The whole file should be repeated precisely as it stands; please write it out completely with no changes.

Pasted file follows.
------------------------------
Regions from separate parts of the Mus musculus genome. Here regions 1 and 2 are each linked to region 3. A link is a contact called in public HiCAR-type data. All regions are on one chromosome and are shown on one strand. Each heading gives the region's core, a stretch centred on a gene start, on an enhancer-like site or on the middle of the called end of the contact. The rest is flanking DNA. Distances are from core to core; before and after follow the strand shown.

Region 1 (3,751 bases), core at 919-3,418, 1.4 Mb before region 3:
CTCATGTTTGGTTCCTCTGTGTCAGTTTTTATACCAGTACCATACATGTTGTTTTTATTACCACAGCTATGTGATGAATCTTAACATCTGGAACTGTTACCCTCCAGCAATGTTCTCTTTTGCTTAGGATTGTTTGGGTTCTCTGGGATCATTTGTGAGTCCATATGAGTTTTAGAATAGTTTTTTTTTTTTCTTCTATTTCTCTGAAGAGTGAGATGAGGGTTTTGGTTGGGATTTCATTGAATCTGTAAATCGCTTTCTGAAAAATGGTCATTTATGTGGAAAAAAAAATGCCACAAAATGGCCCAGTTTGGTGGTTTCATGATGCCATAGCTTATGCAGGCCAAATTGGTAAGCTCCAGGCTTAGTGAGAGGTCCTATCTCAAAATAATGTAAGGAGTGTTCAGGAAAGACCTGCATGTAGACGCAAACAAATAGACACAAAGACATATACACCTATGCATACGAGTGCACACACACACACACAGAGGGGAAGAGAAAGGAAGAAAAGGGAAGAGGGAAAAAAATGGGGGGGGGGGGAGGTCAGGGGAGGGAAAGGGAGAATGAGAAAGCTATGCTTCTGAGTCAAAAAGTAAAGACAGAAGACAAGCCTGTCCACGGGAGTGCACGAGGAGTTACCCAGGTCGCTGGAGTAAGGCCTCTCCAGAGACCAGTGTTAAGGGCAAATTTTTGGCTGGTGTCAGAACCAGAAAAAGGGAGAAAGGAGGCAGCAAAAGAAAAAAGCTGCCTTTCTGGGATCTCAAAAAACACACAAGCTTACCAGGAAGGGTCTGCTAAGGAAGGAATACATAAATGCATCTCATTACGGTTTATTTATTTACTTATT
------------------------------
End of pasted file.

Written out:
Regions from separate parts of the Mus musculus genome. Here regions 1 and 2 are each linked to region 3. A link is a contact called in public HiCAR-type data. All regions are on one chromosome and are shown on one strand. Each heading gives the region's core, a stretch centred on a gene start, on an enhancer-like site or on the middle of the called end of the contact. The rest is flanking DNA. Distances are from core to core; before and after follow the strand shown.

Region 1 (3,751 bases), core at 919-3,418, 1.4 Mb before region 3:
CTCATGTTTGGTTCCTCTGTGTCAGTTTTTATACCAGTACCATACATGTTGTTTTTATTACCACAGCTATGTGATGAATCTTAACATCTGGAACTGTTACCCTCCAGCAATGTTCTCTTTTGCTTAGGATTGTTTGGGTTCTCTGGGATCATTTGTGAGTCCATATGAGTTTTAGAATAGTTTTTTTTTTTTCTTCTATTTCTCTGAAGAGTGAGATGAGGGTTTTGGTTGGGATTTCATTGAATCTGTAAATCGCTTTCTGAAAAATGGTCATTTATGTGGAAAAAAAAATGCCACAAAATGGCCCAGTTTGGTGGTTTCATGATGCCATAGCTTATGCAGGCCAAATTGGTAAGCTCCAGGCTTAGTGAGAGGTCCTATCTCAAAATAATGTAAGGAGTGTTCAGGAAAGACCTGCATGTAGACGCAAACAAATAGACACAAAGACATATACACCTATGCATACGAGTGCACACACACACACACAGAGGGGAAGAGAAAGGAAGAAAAGGGAAGAGGGAAAAAAATGGGGGGGGGGGGAGGTCAGGGGAGGGAAAGGGAGAATGAGAAAGCTATGCTTCTGAGTCAAAAAGTAAAGACAGAAGACAAGCCTGTCCACGGGAGTGCACGAGGAGTTACCCAGGTCGCTGGAGTAAGGCCTCTCCAGAGACCAGTGTTAAGGGCAAATTTTTGGCTGGTGTCAGAACCAGAAAAAGGGAGAAAGGAGGCAGCAAAAGAAAAAAGCTGCCTTTCTGGGATCTCAAAAAACACACAAGCTTACCAGGAAGGGTCTGCTAAGGAAGGAATACATAAATGCATCTCATTACGGTTTATTTATTTACTTATT